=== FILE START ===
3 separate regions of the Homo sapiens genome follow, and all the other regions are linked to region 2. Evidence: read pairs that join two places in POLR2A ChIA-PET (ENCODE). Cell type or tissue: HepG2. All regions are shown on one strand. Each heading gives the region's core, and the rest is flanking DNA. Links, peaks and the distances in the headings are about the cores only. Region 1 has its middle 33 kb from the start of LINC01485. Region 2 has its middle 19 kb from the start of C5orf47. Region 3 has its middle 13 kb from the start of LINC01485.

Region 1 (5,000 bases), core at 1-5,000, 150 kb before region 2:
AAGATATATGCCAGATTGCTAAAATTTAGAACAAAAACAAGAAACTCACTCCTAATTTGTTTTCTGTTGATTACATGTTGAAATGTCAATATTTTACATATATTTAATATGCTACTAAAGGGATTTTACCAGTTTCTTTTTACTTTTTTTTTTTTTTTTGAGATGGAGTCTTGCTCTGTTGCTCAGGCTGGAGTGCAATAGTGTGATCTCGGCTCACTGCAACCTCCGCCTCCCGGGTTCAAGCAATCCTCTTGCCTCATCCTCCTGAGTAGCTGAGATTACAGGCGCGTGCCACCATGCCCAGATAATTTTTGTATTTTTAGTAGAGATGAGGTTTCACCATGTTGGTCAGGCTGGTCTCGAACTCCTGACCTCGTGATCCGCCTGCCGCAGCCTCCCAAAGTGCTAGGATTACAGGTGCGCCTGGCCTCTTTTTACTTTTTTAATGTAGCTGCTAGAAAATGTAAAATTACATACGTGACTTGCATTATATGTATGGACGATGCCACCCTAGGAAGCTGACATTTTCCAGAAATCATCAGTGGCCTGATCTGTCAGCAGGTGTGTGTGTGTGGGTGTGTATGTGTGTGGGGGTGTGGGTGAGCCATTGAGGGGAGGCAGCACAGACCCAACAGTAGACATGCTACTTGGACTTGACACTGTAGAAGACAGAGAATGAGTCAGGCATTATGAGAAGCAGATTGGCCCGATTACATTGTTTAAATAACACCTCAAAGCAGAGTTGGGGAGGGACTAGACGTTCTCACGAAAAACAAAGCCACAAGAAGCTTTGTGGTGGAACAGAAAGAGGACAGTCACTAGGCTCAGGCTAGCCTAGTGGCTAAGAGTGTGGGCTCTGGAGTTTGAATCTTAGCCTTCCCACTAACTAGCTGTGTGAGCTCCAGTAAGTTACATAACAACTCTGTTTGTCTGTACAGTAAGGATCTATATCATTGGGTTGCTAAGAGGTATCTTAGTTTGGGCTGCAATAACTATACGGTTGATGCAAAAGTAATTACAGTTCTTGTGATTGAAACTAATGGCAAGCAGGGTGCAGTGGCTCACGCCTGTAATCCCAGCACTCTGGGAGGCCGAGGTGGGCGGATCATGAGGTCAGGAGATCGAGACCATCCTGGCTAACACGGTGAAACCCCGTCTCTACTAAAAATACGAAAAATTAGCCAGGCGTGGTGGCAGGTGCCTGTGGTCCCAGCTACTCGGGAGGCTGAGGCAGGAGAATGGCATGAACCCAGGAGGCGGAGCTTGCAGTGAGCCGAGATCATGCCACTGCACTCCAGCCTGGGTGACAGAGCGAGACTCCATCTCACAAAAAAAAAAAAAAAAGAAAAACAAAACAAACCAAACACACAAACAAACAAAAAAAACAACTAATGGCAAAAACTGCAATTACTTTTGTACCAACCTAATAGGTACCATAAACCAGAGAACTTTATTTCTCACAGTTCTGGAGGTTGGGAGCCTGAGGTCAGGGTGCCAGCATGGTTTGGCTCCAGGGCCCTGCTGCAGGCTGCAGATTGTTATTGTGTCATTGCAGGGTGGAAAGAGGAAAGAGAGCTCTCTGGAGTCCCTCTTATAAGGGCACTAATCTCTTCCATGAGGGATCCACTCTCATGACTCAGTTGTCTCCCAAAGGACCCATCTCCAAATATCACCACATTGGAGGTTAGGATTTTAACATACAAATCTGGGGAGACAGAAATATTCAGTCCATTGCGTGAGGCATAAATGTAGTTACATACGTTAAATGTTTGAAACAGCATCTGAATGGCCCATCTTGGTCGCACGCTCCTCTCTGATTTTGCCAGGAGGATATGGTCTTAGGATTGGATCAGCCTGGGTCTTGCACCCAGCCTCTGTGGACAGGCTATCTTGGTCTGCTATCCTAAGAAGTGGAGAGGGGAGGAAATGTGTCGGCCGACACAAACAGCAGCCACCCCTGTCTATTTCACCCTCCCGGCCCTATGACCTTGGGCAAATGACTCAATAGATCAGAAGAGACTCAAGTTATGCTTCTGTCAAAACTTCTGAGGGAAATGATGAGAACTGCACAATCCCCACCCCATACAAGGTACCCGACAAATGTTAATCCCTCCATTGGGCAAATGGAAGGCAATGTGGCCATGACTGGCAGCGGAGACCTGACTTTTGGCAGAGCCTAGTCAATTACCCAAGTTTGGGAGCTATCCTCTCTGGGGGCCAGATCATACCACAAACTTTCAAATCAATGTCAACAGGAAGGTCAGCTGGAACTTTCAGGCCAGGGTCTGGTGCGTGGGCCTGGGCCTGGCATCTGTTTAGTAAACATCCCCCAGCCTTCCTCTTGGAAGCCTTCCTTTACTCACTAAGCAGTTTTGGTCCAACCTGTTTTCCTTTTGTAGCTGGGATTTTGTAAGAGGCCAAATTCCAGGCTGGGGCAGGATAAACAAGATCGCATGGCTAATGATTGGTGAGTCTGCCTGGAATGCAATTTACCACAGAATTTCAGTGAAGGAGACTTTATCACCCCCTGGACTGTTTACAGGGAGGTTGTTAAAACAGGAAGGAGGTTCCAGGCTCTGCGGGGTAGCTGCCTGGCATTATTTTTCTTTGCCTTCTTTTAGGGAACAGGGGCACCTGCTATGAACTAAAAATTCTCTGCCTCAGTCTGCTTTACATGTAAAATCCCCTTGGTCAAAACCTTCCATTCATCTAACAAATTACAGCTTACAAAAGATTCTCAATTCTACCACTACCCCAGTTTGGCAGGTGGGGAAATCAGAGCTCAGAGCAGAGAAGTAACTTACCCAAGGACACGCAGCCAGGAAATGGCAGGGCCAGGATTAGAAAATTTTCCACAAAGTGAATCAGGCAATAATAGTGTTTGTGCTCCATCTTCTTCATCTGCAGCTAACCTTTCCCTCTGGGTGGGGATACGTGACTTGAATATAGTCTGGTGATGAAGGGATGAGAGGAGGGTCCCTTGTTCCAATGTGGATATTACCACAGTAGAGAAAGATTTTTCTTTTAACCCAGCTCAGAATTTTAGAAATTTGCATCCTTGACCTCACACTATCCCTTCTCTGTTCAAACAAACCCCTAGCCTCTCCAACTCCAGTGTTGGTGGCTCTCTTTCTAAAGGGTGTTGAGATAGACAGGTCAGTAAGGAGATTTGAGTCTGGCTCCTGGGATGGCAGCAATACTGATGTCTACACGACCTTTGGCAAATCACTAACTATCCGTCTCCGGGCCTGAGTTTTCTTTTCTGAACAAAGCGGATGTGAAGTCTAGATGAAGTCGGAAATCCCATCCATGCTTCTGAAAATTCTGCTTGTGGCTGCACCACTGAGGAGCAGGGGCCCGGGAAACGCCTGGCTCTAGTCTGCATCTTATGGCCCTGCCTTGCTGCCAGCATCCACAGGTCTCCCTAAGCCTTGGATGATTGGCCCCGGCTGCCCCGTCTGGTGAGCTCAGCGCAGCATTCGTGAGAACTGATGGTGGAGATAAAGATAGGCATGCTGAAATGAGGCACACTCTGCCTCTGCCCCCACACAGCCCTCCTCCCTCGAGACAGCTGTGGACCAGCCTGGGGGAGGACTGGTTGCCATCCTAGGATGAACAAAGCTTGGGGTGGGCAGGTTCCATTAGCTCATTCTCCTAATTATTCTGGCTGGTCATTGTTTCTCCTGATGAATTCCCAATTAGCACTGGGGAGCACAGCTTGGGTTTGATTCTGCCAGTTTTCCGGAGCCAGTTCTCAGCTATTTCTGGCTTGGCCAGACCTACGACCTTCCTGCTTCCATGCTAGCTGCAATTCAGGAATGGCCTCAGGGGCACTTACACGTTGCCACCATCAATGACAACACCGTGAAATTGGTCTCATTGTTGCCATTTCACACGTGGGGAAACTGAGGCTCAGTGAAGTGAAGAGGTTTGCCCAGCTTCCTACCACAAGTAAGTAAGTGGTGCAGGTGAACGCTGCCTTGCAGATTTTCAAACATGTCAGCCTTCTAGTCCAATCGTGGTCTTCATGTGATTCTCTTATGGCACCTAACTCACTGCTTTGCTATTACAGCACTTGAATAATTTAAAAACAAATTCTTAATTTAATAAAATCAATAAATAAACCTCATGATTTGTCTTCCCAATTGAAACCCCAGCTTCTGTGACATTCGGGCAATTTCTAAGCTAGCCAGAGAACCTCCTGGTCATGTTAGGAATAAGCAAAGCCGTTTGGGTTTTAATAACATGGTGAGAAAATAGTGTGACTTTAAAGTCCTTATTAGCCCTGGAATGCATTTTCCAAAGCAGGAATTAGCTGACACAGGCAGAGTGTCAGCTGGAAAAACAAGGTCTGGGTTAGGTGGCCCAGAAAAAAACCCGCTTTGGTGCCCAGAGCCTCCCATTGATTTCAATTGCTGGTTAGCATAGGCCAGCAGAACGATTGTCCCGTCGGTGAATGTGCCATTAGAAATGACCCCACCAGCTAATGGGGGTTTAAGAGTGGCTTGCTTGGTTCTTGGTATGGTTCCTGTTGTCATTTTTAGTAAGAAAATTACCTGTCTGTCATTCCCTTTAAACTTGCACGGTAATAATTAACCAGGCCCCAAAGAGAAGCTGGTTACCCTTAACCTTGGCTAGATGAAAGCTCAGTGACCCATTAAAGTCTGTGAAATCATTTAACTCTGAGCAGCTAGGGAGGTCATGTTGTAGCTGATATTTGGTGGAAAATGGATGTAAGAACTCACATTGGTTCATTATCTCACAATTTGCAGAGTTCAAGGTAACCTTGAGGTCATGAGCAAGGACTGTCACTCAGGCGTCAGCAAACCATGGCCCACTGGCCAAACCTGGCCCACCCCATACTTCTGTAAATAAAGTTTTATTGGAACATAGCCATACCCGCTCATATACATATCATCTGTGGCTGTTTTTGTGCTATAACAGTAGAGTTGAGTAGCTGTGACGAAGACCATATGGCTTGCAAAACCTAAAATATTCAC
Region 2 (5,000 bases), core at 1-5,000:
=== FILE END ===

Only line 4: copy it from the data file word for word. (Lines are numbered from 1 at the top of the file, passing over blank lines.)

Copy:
Region 2 (5,000 bases), core at 1-5,000: